The ‘70s : 1974
Philadelphia’s love affair with its new champions continued into 1974. Having not won a championship since the Sixers’ 1968 NBA title, the City of Brotherly Love was enjoying every minute of being the home of a champion, even if it was only the North American Soccer League title.
Al Miller, for his part, was eager to repeat as champion. In recognition of his abilities, he assumed the dual role of coach and general manager with the amicable departure of Bob Ehlinger. More importantly, he was well aware of the impact his primarily American squad was having on the league, and the sport as a whole in the United States. Aware of the extra responsibilities that came with being the flagship franchise of the league and the standard-bearers for American soccer, Miller kept the core of his team together through the winter of 1973-74, preparing for the upcoming season.
One result of Miller’s keeping his side together during the winter (an extreme rarity in the NASL at that time) was the Atoms’ presence at the birth of a new American sport: indoor soccer.
Indoor soccer had been played in various forms in the United States since the turn of the century. In fact, the second American Soccer League had staged several indoor tournaments in the 1940s and 1950s, including a tournament in 1958 which saw an all-Philadelphia final: Uhrik Truckers of Philadelphia defeated the cross-town Ukrainian-Nationals, 11-9, before 14,000 at Madison Square Garden in New York.
However, the indoor game as it is now known did not really come into existence for almost another twenty years. Essentially, the birth of the modern indoor game in America can be traced to February 1974, when the North American Soccer League staged several indoor exhibitions against the touring Red Army of Moscow club. The first game, played on February 7 in Toronto’s Maple Leaf Gardens, found the Soviets steamrollering a patchwork NASL All-Star team 8-4. Incidentally, Atoms George O’Neill and Barry Barto represented Philadelphia on the all-star team. It is the second exhibition, however, which is generally acknowledged as the “big bang” of professional indoor soccer in the United States.
As the defending champions, the Atoms were scheduled to play the second game against the Red Army squad. The Soviets would be the best team the Atoms had faced to date, featuring world-class players like goalkeeper Leonid Shmuts; defender Nikolay Kiselev, midfielders Marian Plakhetko, Vladimir Fedotov, and Vladimir Kaplichnyi; and forward Vladimir Dudarenko. As a result, the game wound up being more than a simple demonstration of a “new” sport: it would be a test of American soccer, particularly since the Atoms were a mostly American side.
Miller, recognizing this, did not treat the game as a mere exhibition: he welcomed the opportunity to test his side against top, international competition. “The Red Army is definitely the best team the Atoms have ever faced,” Miller said. “If we were to beat them, it would be a tremendous upset...they play high class competition year ‘round. They are world-ranked, and are very fast and extremely tenacious.” Miller put his club through lengthy physical conditioning programs in preparation for the match, stating “I don’t want any of the Atoms to fall by the wayside because he isn’t fit enough to keep up with the Russians.”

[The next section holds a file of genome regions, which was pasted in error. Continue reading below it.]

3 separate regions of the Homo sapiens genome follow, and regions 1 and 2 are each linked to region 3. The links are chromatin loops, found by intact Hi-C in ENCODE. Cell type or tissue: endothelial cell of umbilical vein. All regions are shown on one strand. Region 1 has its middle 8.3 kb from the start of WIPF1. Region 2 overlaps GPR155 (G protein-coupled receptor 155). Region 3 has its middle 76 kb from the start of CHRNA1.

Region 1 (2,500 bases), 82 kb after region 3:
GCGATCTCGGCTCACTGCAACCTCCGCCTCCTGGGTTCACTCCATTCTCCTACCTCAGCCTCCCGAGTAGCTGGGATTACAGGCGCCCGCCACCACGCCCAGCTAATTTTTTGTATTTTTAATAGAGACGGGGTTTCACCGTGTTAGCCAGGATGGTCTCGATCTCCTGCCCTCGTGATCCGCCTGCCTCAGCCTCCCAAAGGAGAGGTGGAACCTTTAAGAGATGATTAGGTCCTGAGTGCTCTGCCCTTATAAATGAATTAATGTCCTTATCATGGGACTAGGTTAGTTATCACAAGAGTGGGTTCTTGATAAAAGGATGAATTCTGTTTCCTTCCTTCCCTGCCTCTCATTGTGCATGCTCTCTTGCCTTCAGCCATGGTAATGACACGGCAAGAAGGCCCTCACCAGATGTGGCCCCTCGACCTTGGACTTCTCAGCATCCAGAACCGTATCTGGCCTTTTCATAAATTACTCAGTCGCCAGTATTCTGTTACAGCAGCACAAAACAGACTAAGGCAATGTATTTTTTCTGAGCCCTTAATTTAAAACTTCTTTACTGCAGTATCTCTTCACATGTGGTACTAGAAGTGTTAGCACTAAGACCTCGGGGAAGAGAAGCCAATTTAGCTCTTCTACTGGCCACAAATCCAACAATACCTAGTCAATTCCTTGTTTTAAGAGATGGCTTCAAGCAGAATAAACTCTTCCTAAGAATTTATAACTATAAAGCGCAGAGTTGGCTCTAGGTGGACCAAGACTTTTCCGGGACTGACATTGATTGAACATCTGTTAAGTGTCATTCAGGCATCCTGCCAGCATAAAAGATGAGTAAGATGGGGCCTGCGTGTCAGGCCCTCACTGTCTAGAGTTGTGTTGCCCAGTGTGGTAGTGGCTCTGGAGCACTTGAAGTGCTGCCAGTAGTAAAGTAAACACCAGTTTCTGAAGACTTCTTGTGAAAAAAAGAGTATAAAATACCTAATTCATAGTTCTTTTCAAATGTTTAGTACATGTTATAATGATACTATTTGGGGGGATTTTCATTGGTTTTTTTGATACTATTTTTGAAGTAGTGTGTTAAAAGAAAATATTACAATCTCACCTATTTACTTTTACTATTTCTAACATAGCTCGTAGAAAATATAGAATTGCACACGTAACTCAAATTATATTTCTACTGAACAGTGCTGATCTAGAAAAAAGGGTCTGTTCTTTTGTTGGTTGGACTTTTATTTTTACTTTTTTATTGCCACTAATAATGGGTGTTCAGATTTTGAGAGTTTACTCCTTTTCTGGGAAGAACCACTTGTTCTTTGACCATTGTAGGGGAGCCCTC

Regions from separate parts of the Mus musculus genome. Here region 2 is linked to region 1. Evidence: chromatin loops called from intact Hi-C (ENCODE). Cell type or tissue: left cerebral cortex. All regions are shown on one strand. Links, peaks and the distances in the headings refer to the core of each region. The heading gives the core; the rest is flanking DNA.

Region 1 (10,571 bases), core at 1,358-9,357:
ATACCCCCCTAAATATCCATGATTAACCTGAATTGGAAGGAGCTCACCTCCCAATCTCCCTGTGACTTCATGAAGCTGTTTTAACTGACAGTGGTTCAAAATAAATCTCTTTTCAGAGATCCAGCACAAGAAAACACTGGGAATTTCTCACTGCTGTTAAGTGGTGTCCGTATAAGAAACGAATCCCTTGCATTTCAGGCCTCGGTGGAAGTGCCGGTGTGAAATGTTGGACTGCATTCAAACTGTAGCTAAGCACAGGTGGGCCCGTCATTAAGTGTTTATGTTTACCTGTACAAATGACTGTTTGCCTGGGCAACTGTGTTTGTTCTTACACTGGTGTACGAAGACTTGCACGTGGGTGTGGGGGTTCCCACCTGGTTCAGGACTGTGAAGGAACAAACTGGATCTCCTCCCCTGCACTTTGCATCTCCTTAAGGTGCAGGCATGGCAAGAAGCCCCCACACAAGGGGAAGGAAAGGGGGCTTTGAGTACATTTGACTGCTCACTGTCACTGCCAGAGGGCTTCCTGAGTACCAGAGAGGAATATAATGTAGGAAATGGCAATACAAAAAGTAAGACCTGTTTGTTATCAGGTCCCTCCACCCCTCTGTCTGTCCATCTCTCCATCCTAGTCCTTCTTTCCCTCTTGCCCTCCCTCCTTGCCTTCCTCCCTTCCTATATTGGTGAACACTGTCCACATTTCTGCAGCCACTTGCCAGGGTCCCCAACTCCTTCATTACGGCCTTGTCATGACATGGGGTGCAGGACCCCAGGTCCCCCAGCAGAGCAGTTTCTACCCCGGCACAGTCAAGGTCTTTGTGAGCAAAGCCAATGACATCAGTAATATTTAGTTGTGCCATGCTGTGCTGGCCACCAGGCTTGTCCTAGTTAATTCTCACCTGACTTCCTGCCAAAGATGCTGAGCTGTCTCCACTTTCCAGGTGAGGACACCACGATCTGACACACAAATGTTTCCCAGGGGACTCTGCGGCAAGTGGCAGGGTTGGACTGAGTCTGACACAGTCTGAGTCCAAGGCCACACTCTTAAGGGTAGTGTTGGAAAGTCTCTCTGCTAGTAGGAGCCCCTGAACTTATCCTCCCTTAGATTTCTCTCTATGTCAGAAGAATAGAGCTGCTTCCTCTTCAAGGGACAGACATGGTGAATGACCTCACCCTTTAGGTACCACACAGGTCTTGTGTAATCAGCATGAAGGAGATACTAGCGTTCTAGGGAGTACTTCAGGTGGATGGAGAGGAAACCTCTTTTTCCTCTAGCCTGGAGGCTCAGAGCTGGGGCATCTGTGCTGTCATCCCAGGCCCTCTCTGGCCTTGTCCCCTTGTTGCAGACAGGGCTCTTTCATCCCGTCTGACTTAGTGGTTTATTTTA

Miller knew exactly what he was up against, having had the misfortune of being the coach of the select squad that was trounced by Red Army in Toronto. With the Atoms’ two top scorers (Andy Provan and Jim Fryatt) and three-quarters of its starting defense (Chris Dunleavy, Roy Evans and Derek Trevis) playing in England at the time, Miller wisely “borrowed” four all-stars from the select squad. Joining the Atoms for the match were Paul Child (from the defunct Atlanta franchise), Harvard-educated Alex Papadakis (also from Atlanta), Dick Hall (Dallas), and Jorge Siega (New York). Among the regulars filling out the Philadelphia roster were fellow indoor select members O’Neill and Barto, along with Bobby Smith, Bill Straub, and Sports Illustrated cover boy Bob Rigby.
On February 11, the two teams met in Philadelphia at the Spectrum, a hockey arena, with Astroturf covering the ice surface for the occasion. The game itself was played on a field the size of a hockey rink, with goals 4’ by 16’. The match was played in three 20 minute periods, allowed free substitution, and featured six man sides (five field players and a goalkeeper). The curiosity factor of a “new” game, coupled with the presence of the extremely popular Atoms against a Soviet team during the ultra-competitive Cold War era, led 11,790 fans to the arena that night. They were not disappointed: the Atoms held an early 1-0 lead, lost it, then kept rallying to tie until the score was 3-3 with about 17 minutes left to play. Then--Miller’s emphasis on conditioning notwithstanding--the locals faded and the Soviets hammered home three quick goals, giving them a 6-3 victory. The Russians were impressive. “Their movement without the ball was a thing to behold,” Miller said after the match. “They were constantly putting pressure on the defenders, and it literally wore us down.” Ersatz Atoms Siega and Child also had good nights, collecting all three Atoms’ goals between them. The real highlight of the evening, however, was the remarkable play of Rigby, who added to his newly-minted legend by hurling himself all over the floor in stopping 33 of Red Army’s 39 shots. Moscow coach Vladimir Agapov bestowed plenty of praise on the young American, saying “it is difficult to tell from one game, but on his performance tonight, I think he could handle himself on most any field in the world.”